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Plessy v Ferguson

[163 U.S. 567, 1896]
TOPIC: Equal Protection Clause

NOTES: (if applicable)
Plessy is only of historical importance today as it was
effectively and expressly overruled by the later ruling in the
case of Brown v. Board of Education, 347 U.S. 483 (1954).
In Brown, 58 years later, the Court ruled that separate could
never be considered equal.

FACTS: (chronological order)
Plessy (D) tried to sit in a railroad car designated as being for the use of whites only, and was therefore arrested.
Plessy(D) was a 7/8 white man with white skin. He tried to take a seat in an all-white railroad car and was refused. When
he resisted eviction, he was arrested under the state law which provided that separate but equal railroad accommodation for
the different races. He appealed his imprisonment on the grounds that this segregation was a form of discrimination against
the black race, marking them as inferior. It violated the Thirteenth and Fourteenth Amendments, which abolished slavery in
the U.S. and prohibited the adoption of any statute by any state which should infringe upon the rights of U.S. citizens,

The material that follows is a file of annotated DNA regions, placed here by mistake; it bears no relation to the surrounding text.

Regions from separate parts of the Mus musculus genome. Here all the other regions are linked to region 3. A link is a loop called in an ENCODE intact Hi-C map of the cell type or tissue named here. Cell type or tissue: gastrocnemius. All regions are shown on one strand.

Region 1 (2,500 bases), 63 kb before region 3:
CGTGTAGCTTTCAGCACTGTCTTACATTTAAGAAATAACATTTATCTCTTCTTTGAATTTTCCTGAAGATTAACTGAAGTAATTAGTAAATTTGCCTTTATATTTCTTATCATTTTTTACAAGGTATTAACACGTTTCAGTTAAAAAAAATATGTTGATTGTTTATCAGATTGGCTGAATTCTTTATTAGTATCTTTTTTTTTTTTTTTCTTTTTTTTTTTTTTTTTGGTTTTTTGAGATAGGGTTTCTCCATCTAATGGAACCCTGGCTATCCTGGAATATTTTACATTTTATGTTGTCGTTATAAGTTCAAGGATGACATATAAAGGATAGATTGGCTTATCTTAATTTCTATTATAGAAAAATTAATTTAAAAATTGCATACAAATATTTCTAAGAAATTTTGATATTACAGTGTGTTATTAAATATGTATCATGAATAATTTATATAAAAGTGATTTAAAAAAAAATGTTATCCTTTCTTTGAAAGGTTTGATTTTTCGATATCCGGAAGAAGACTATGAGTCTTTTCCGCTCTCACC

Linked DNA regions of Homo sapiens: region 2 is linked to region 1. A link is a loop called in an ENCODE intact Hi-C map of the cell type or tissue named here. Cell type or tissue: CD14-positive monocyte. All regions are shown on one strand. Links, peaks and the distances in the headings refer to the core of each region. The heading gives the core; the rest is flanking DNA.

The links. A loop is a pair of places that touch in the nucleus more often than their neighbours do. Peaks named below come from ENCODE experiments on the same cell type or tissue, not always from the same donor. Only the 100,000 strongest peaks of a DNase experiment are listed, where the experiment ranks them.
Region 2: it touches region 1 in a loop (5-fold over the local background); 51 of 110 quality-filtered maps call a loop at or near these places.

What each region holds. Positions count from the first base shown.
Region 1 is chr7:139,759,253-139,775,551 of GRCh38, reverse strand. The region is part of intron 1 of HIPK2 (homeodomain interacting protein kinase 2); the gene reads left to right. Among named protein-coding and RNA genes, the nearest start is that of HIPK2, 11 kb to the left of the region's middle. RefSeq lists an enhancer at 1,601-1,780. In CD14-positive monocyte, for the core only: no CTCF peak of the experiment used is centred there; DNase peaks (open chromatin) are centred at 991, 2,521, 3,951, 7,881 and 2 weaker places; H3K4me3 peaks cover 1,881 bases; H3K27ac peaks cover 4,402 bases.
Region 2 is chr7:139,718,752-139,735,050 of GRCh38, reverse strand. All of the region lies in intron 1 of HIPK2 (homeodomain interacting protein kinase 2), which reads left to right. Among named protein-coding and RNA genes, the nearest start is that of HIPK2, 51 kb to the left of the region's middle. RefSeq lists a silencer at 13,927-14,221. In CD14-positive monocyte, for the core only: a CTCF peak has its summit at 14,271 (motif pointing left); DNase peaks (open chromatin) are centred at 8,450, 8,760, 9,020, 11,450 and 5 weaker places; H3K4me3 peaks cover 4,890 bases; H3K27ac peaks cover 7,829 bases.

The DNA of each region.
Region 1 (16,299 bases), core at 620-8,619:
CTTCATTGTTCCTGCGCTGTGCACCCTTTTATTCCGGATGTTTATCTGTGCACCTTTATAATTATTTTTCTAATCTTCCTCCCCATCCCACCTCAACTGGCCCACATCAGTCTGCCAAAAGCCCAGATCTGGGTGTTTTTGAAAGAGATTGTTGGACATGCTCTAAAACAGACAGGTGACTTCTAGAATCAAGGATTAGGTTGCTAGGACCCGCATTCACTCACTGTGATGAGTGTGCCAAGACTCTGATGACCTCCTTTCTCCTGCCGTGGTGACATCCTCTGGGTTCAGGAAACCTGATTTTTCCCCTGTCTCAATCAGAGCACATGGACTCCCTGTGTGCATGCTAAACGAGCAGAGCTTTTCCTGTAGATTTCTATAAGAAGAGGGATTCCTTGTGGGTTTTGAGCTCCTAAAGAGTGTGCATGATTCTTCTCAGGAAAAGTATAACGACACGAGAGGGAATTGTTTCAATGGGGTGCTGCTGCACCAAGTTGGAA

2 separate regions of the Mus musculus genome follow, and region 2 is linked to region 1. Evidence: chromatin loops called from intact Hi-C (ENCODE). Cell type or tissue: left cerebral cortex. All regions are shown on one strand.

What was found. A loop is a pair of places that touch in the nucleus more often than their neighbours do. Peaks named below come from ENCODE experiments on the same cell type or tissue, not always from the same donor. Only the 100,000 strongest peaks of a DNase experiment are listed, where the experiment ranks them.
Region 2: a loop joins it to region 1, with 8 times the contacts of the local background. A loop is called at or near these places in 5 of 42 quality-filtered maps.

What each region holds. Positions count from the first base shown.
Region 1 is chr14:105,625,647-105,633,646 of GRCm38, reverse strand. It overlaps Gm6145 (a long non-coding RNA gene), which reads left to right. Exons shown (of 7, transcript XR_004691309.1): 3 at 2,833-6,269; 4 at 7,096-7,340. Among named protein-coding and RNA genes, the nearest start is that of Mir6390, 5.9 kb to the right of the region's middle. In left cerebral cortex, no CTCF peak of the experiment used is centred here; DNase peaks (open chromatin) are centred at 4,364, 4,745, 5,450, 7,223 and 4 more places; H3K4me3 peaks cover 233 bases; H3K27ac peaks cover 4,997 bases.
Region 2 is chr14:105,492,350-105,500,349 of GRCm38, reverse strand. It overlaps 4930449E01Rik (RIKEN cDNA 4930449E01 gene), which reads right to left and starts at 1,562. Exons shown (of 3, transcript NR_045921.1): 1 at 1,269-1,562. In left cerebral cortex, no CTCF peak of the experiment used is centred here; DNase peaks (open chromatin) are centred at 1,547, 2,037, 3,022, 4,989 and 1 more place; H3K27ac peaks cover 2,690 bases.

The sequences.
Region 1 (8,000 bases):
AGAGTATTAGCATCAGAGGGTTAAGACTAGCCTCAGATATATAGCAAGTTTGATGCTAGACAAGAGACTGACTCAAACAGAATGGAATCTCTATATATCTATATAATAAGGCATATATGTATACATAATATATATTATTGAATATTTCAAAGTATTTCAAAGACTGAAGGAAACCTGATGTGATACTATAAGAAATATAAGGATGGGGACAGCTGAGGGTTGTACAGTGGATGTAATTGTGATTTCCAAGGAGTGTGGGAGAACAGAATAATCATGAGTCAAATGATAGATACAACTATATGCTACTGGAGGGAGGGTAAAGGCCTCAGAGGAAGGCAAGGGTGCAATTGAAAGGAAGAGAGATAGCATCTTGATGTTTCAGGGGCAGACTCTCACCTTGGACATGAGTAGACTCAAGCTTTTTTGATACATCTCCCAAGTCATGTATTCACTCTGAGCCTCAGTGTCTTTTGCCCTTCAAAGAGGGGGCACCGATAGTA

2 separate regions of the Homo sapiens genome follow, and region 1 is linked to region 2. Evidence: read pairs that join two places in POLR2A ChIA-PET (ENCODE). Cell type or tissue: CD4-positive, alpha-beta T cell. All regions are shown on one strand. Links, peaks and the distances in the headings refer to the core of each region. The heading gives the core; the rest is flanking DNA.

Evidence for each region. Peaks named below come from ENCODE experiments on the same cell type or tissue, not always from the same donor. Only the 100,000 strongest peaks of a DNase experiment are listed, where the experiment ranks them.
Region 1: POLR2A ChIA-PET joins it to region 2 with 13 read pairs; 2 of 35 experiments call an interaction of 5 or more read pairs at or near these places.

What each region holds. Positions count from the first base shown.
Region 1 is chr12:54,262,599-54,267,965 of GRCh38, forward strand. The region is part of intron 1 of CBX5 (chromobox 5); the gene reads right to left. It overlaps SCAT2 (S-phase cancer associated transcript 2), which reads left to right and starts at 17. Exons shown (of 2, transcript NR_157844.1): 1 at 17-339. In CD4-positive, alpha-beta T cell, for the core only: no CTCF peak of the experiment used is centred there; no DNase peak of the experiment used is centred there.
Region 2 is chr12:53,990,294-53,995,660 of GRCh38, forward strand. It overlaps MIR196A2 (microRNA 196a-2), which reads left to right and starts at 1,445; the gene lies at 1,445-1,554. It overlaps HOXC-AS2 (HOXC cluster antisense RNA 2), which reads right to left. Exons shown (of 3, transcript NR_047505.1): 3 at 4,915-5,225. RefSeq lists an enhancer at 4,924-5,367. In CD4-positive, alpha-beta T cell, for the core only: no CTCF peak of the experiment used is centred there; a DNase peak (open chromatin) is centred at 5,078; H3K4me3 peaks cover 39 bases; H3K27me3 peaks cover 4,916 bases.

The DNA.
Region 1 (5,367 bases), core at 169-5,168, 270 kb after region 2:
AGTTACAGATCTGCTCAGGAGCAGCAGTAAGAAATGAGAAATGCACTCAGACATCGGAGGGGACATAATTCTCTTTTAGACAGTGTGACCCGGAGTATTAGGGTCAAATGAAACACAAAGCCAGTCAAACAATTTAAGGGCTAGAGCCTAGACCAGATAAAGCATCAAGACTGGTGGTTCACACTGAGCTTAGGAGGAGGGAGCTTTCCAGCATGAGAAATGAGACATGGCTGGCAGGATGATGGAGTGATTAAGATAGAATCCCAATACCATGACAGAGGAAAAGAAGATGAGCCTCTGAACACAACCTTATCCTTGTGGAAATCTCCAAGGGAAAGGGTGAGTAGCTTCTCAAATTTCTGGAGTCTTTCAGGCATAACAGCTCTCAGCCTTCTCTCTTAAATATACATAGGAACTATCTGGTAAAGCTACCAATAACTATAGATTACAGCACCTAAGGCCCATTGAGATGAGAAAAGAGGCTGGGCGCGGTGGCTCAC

respectively. The court declared him guilty on the grounds that the law provided for a reasonable exercise of police power
by the state to promote a situation based upon the custom, usage and tradition of the people of that state.
ISSUE(S): Does the state have the right to segregate races in separate but equal facilities?
HELD (Brown, J.) Yes. The state has the right to keep the races apart in separate but equal facilities under a valid exercise
of its governmental authority to restrict the rights of private persons.
Such restriction is valid if required to preserve order and public peace in the name of age-old tradition and custom. Such
decisions have always been declared to be right. The act of segregation is not a mark of slavery, or of inferiority, despite
the connotations attached to the custom by blacks, including Plessy (D). It violates no statute. The conviction of Plessy is
It is reasonable to enforce segregation of colored and white races if based upon the tradition, custom and usage of the state.
(Harlan, J.) The statute does not allow the individual to freely associate with others as is his constitutional right. The
constitution takes no notice of skin color or race, and treats all citizens alike under law. Blacks are not inferior nor subject
by race to whites. They are U.S. citizens and therefore entitled to enjoy all the privileges the constitution guarantees them.
These privileges are denied by the act of segregation, which is therefore not permissible.The conviction should be